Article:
There are few sounds that pull at you like an owl’s cry.
A few days ago, I was up in the early morning, freeing a spider from my room (the mosquito season is over: normally I’d leave a spider where it was, but it wouldn’t take long to starve). I tipped the end of my V-bent magazine over the bushes, and the spider slid down onto a leaf and scurried away. Only the third of the garden nearest the house was visible in the dim wash of CFL light from the kitchen.
CoooWEEE coWEEE. Co-hohohHOHHHHWwww.
It was in the tree above the gazebo. I went back inside, pulled on a fleece jacket, jammed my hands as far into my pockets as physics would allow, and walked out to the edge of the darkness, filling my eyes with it.
I love the dark; heavily influenced by an essay by Kathleen Jamie in her book Findings (but read the full piece here, courtesy of the Guardian). Darkness is like the world laying back with a contented sigh after the eye-wearying adolescent tumult of the day – and it’s such a shame that we spend so much of our time fighting it off with electricity, instead of learning to enjoy it (not something that comes naturally to us, nowadays).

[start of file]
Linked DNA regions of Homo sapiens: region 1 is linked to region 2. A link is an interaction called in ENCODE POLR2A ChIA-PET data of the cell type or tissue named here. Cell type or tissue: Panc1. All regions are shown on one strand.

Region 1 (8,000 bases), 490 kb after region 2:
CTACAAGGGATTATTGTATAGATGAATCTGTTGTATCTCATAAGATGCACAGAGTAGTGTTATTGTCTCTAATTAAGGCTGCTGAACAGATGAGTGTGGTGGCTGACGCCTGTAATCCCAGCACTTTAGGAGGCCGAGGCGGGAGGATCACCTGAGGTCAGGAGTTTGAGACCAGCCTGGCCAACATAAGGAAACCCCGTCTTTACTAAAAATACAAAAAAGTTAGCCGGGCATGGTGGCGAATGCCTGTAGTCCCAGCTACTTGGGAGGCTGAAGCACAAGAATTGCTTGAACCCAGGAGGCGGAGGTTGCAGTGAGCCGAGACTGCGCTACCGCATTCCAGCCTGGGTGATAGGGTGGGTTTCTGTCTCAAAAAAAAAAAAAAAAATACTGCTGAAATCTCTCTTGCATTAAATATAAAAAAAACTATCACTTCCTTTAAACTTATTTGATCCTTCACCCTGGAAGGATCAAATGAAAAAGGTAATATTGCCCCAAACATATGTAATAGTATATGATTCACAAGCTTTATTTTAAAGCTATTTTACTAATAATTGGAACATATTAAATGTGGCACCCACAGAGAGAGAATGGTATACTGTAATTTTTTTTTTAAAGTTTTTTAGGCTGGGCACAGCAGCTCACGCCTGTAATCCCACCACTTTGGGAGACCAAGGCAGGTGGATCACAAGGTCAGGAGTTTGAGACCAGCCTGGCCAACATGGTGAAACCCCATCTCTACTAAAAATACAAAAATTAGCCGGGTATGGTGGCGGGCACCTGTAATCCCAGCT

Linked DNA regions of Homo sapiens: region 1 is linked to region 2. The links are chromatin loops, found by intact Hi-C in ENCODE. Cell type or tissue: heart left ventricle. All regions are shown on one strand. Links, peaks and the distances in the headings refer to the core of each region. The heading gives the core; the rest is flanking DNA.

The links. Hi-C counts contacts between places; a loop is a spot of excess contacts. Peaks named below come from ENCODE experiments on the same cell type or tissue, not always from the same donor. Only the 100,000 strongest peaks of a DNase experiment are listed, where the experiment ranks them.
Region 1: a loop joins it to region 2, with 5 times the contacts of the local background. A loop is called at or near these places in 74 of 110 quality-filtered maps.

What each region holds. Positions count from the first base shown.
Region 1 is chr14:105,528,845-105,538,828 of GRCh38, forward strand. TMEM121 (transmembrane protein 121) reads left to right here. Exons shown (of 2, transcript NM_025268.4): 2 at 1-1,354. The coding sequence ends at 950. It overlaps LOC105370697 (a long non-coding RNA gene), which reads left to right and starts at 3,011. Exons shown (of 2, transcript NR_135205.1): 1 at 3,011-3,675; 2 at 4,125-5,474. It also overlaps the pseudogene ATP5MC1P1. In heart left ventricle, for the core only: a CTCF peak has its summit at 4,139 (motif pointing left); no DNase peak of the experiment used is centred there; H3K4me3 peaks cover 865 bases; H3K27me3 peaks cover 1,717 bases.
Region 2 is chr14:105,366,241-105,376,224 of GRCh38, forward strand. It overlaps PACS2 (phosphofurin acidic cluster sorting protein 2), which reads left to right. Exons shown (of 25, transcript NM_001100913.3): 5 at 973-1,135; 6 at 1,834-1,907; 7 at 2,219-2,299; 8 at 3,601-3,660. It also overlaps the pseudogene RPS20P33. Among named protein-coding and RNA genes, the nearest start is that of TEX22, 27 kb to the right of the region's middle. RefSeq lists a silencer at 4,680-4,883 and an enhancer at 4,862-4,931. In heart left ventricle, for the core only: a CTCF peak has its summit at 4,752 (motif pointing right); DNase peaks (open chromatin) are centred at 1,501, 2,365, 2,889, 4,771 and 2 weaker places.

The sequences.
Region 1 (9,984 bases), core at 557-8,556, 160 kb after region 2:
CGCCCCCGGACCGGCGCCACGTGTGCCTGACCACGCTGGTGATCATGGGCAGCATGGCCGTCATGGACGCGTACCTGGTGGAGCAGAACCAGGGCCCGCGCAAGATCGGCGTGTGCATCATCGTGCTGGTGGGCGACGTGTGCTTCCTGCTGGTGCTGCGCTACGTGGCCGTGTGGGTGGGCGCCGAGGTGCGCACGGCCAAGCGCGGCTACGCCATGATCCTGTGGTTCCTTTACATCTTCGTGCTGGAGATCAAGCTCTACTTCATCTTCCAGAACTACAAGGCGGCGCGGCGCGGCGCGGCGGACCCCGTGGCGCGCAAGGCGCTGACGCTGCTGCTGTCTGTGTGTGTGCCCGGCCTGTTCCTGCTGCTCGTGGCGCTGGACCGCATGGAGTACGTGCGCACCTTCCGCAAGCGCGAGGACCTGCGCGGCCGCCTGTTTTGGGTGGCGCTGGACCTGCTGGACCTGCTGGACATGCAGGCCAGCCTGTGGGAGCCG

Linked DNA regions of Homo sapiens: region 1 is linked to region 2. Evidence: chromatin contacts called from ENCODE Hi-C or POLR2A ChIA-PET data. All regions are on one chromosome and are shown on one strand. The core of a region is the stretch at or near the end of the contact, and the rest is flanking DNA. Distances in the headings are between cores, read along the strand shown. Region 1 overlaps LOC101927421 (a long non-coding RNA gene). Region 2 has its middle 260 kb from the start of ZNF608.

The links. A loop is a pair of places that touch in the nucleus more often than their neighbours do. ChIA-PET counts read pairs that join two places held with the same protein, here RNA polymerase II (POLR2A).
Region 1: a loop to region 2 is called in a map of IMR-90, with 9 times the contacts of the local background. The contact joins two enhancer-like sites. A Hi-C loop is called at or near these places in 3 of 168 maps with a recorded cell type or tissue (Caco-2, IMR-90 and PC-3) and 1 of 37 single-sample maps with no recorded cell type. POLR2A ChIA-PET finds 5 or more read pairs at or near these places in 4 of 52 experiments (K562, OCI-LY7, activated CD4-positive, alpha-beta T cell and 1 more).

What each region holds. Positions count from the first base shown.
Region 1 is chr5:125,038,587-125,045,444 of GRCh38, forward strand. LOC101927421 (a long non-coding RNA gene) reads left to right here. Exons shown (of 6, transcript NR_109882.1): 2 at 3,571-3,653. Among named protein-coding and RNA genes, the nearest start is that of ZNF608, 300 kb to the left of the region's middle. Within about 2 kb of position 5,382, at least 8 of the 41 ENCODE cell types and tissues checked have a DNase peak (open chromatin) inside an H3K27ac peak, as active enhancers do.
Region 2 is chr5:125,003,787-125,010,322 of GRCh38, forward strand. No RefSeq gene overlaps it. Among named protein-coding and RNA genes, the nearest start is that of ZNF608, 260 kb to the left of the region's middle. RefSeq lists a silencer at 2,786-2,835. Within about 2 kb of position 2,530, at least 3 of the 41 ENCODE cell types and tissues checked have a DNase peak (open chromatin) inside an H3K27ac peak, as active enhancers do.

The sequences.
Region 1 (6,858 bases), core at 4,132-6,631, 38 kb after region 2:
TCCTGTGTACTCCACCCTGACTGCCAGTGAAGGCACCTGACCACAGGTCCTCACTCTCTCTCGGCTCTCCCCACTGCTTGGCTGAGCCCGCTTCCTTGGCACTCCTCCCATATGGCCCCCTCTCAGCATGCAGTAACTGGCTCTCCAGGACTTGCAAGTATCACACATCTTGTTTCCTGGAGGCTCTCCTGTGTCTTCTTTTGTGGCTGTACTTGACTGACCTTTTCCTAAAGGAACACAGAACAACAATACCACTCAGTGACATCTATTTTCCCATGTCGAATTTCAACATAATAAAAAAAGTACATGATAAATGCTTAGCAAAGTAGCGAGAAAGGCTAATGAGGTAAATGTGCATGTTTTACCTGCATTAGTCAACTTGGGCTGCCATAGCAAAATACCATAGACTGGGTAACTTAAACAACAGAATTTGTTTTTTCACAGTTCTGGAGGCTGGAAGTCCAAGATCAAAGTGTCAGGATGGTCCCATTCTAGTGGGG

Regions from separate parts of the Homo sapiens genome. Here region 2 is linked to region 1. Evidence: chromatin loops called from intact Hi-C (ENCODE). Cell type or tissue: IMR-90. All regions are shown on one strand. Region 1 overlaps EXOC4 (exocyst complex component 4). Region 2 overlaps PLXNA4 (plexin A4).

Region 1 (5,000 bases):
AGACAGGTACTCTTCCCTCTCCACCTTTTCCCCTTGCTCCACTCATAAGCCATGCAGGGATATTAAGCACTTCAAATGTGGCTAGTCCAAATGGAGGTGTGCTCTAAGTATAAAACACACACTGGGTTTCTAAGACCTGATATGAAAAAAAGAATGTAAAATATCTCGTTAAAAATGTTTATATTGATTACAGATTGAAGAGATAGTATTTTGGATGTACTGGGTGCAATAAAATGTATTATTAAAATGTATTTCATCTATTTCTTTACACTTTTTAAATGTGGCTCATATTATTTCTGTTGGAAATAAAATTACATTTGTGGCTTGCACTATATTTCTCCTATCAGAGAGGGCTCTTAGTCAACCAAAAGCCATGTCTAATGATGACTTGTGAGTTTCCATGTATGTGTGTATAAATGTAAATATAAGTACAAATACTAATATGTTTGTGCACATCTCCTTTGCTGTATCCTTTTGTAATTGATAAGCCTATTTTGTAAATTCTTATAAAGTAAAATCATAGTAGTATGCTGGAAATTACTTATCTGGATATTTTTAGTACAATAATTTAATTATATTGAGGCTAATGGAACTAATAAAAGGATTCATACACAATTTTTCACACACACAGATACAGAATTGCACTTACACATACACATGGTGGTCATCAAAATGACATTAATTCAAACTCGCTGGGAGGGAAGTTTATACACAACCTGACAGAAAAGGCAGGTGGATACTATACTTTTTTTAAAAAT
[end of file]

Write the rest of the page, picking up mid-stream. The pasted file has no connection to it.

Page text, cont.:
After ten minutes, I could make out the owl. It was the same size as my thumb at arm’s length, an inkier blot against what seemed to be total darkness, were it not for the owl. I could see its head occasionally turning (the mouse police never sleeps). The more I watched, the more I could hear the hiss of the night….and when it called again….
it was as jarring as slicing my finger on a tin lid, going right through me.
Up close, the call of an owl is a shrill, angry thing. From afar, it becomes unbearably poignant, dragging sad memories from you and parading them across your unwilling mind, what-ifs and why-didn’t-Is. You could get to a lot of deep hurt if you were listening to an owl at exactly the right distance – and I got a glimpse of that, in the garden, before I got too cold and shivered and coughed, and the owl started and took to the air, leaving the branch waving and bobbing as I went back indoors, shutting off the light and disappearing back into the oblivion of my normal evening.